MCLAIN COUNTY, Okla. (KFOR) – The owner of a meat processing plant in McLain County has filed a lawsuit against the tenant leasing the land. It happens to be the same facility many people in the community have been complaining about for months, saying the smell is sickening.
First Goldsby Investment Company, LLC owns property that has been home to a meat processing facility for many years. The plant is located in between the towns of Goldsby and Washington along state highway 74.
The company leased the property to Goldsby Meat Company in 2018 and all was well, until the tenant reportedly sublet the facility to a business called Harker Meats in late 2021.
According to the lawsuit, the leasing agreement does not allow for subletting. The lawsuit also claimed the DEQ found violations for expired permits, tainted water systems, and unsanitary conditions. News 4 reached out to the DEQ who confirmed the violations.
The lawsuit even referred our News 4 report on the poor conditions at the site as an example.
We aired a story back in June about the overwhelming smell coming from the facility, the problems with the lagoons on site, and carcasses left on site out in the heat for days.
We spoke with many residents in the area who are constantly overwhelmed by the odor coming from the facility.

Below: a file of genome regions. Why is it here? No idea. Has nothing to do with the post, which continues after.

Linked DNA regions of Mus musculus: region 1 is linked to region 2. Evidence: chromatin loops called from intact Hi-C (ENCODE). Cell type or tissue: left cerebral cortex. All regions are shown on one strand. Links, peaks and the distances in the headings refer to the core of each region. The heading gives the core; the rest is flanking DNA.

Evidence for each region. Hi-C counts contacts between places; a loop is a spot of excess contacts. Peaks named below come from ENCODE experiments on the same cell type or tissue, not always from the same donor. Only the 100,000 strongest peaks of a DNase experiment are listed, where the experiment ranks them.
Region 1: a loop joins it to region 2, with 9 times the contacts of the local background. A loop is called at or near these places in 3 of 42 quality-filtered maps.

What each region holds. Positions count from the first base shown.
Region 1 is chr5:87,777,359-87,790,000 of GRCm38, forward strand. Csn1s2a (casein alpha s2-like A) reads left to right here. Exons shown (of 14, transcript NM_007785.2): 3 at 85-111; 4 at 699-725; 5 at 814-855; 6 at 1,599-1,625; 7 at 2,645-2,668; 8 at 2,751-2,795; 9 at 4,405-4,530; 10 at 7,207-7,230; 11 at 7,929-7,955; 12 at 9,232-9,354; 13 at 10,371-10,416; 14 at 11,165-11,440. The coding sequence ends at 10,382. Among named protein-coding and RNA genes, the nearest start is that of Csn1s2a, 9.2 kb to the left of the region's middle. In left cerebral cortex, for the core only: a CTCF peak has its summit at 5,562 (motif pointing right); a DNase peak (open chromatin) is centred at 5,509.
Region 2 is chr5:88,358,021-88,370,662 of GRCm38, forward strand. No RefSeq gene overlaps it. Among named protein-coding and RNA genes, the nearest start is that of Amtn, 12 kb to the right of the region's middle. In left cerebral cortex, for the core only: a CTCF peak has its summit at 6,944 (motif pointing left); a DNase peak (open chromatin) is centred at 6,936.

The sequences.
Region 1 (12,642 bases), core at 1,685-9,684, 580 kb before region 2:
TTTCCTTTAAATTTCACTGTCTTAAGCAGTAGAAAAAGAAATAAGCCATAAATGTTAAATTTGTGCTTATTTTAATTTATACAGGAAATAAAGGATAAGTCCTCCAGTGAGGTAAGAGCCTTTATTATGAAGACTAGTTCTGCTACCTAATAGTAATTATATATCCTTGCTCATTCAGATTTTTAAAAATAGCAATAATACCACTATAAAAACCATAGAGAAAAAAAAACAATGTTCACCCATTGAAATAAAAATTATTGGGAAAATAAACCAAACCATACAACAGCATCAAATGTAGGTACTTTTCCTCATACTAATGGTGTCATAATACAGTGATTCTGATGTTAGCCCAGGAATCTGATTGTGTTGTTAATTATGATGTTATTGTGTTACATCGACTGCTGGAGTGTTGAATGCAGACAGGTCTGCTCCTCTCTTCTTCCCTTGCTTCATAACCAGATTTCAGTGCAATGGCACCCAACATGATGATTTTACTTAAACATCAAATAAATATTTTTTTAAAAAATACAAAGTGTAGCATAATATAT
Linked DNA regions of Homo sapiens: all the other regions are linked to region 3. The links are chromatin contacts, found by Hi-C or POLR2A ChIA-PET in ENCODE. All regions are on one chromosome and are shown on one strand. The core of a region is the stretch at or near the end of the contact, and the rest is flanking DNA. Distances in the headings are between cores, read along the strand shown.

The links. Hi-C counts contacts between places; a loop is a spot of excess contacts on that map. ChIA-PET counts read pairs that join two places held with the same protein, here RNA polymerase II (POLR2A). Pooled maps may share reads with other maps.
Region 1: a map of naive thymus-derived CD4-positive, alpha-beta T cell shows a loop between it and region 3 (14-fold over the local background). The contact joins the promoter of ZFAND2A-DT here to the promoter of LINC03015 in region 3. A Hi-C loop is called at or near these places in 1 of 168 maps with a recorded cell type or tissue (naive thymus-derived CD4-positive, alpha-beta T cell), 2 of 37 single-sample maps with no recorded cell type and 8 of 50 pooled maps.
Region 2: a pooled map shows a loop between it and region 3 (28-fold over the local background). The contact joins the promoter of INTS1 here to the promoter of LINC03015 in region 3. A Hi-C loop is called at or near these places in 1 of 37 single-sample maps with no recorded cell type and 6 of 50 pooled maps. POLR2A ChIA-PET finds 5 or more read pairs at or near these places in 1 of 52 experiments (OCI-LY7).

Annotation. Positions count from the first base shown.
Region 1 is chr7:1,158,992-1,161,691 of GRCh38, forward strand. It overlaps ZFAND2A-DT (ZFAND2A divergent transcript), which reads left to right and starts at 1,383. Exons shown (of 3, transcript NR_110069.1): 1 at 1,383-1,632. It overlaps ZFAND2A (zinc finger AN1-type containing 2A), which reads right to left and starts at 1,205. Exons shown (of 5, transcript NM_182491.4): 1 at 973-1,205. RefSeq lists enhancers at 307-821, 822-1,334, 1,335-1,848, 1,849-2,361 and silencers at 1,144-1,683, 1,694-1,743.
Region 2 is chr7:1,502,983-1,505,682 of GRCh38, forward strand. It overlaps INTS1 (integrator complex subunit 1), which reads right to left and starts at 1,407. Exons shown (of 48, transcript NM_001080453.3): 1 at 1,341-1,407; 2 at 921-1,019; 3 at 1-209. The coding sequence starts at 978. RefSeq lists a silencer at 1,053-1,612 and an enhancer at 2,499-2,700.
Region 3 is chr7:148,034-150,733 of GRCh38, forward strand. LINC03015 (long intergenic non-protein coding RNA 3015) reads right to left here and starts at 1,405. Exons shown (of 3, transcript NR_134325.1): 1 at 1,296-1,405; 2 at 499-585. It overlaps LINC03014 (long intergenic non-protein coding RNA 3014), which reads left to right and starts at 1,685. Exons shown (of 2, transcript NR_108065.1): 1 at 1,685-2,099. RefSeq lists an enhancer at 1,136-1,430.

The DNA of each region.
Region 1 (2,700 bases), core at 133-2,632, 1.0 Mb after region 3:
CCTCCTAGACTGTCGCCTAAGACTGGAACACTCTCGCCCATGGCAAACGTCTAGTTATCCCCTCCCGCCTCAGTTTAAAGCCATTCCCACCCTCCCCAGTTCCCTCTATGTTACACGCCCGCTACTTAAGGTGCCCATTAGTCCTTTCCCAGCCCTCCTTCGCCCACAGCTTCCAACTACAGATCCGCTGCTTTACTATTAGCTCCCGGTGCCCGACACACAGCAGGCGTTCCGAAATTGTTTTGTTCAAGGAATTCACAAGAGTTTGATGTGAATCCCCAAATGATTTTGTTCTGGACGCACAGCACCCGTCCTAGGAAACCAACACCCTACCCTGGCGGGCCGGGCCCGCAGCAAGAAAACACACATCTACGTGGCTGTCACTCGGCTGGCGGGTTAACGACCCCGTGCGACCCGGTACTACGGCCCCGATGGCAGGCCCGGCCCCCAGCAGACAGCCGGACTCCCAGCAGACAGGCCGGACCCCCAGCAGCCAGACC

“It smells like death,” said Mary Brannon, an outspoke resident.
“I think everybody’s very frustrated,” said Doug Kennon, a concerned neighbor. “It’s affecting everybody’s lives.”
Adam Vossen, Goldsby’s Town Administrator, said he has been working on a resolution to the plant’s ongoing stench and unsanitary conditions for months. He said he even met with lawmakers who set up a meeting with representatives from the USDA who told him there was nothing wrong with the plant.
“We learned there were no regulations on smell and that each daily inspector that was stationed at the site has failed to report an odor from the facility,” said Vossen.
“I get phone calls in regards to this facility over the weekends and I stop what I’m doing and I call every single USDA inspector that I have their phone number on the weekends and I call their cell phones because I think that if we have to continually put up with this as a community, then they should to.”
Vossen said the process has been frustrating and something he’s had to deal with for nearly a year. But he said he will keep fighting to find a solution to the community’s problem.
“We’re hopeful that as we continue to push back, that they will be a little bit more stringent and perhaps this may result in some sort of legislation or regulations,” said Vossen. We reached out to Harker Meats, asking about the allegations from the lawsuit. A representatives emailed back saying they would “have no comment on pending legal matters.”